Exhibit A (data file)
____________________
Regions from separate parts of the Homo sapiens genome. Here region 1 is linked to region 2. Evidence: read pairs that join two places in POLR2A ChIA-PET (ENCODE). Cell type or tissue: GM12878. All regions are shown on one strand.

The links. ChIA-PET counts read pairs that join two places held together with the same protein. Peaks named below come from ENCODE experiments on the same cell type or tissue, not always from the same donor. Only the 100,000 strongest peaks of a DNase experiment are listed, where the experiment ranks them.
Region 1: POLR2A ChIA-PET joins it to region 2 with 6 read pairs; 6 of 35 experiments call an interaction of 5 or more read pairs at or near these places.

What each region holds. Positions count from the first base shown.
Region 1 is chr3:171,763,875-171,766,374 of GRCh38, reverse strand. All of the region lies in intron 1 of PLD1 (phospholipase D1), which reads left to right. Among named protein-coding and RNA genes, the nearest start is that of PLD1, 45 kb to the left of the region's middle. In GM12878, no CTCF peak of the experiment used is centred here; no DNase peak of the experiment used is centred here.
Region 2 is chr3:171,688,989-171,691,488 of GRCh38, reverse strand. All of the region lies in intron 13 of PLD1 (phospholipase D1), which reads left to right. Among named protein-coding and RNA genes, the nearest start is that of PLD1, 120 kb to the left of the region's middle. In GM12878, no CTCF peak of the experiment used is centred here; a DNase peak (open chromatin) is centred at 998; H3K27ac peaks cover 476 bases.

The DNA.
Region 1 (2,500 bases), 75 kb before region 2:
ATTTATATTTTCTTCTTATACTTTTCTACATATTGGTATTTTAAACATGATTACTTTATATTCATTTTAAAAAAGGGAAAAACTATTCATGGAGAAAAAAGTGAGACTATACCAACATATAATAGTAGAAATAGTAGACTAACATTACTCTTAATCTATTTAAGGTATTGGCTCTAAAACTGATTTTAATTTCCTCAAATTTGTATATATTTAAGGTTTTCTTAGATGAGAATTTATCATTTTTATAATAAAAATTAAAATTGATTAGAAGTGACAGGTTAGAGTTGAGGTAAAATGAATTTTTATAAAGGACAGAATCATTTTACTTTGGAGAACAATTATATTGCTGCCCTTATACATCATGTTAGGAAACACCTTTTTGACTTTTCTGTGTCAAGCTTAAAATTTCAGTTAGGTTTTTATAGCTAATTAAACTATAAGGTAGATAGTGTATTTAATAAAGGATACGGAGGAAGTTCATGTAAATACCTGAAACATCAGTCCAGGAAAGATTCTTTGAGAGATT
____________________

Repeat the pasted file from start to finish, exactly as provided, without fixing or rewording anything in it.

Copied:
Regions from separate parts of the Homo sapiens genome. Here region 1 is linked to region 2. Evidence: read pairs that join two places in POLR2A ChIA-PET (ENCODE). Cell type or tissue: GM12878. All regions are shown on one strand.

The links. ChIA-PET counts read pairs that join two places held together with the same protein. Peaks named below come from ENCODE experiments on the same cell type or tissue, not always from the same donor. Only the 100,000 strongest peaks of a DNase experiment are listed, where the experiment ranks them.
Region 1: POLR2A ChIA-PET joins it to region 2 with 6 read pairs; 6 of 35 experiments call an interaction of 5 or more read pairs at or near these places.

What each region holds. Positions count from the first base shown.
Region 1 is chr3:171,763,875-171,766,374 of GRCh38, reverse strand. All of the region lies in intron 1 of PLD1 (phospholipase D1), which reads left to right. Among named protein-coding and RNA genes, the nearest start is that of PLD1, 45 kb to the left of the region's middle. In GM12878, no CTCF peak of the experiment used is centred here; no DNase peak of the experiment used is centred here.
Region 2 is chr3:171,688,989-171,691,488 of GRCh38, reverse strand. All of the region lies in intron 13 of PLD1 (phospholipase D1), which reads left to right. Among named protein-coding and RNA genes, the nearest start is that of PLD1, 120 kb to the left of the region's middle. In GM12878, no CTCF peak of the experiment used is centred here; a DNase peak (open chromatin) is centred at 998; H3K27ac peaks cover 476 bases.

The DNA.
Region 1 (2,500 bases), 75 kb before region 2:
ATTTATATTTTCTTCTTATACTTTTCTACATATTGGTATTTTAAACATGATTACTTTATATTCATTTTAAAAAAGGGAAAAACTATTCATGGAGAAAAAAGTGAGACTATACCAACATATAATAGTAGAAATAGTAGACTAACATTACTCTTAATCTATTTAAGGTATTGGCTCTAAAACTGATTTTAATTTCCTCAAATTTGTATATATTTAAGGTTTTCTTAGATGAGAATTTATCATTTTTATAATAAAAATTAAAATTGATTAGAAGTGACAGGTTAGAGTTGAGGTAAAATGAATTTTTATAAAGGACAGAATCATTTTACTTTGGAGAACAATTATATTGCTGCCCTTATACATCATGTTAGGAAACACCTTTTTGACTTTTCTGTGTCAAGCTTAAAATTTCAGTTAGGTTTTTATAGCTAATTAAACTATAAGGTAGATAGTGTATTTAATAAAGGATACGGAGGAAGTTCATGTAAATACCTGAAACATCAGTCCAGGAAAGATTCTTTGAGAGATT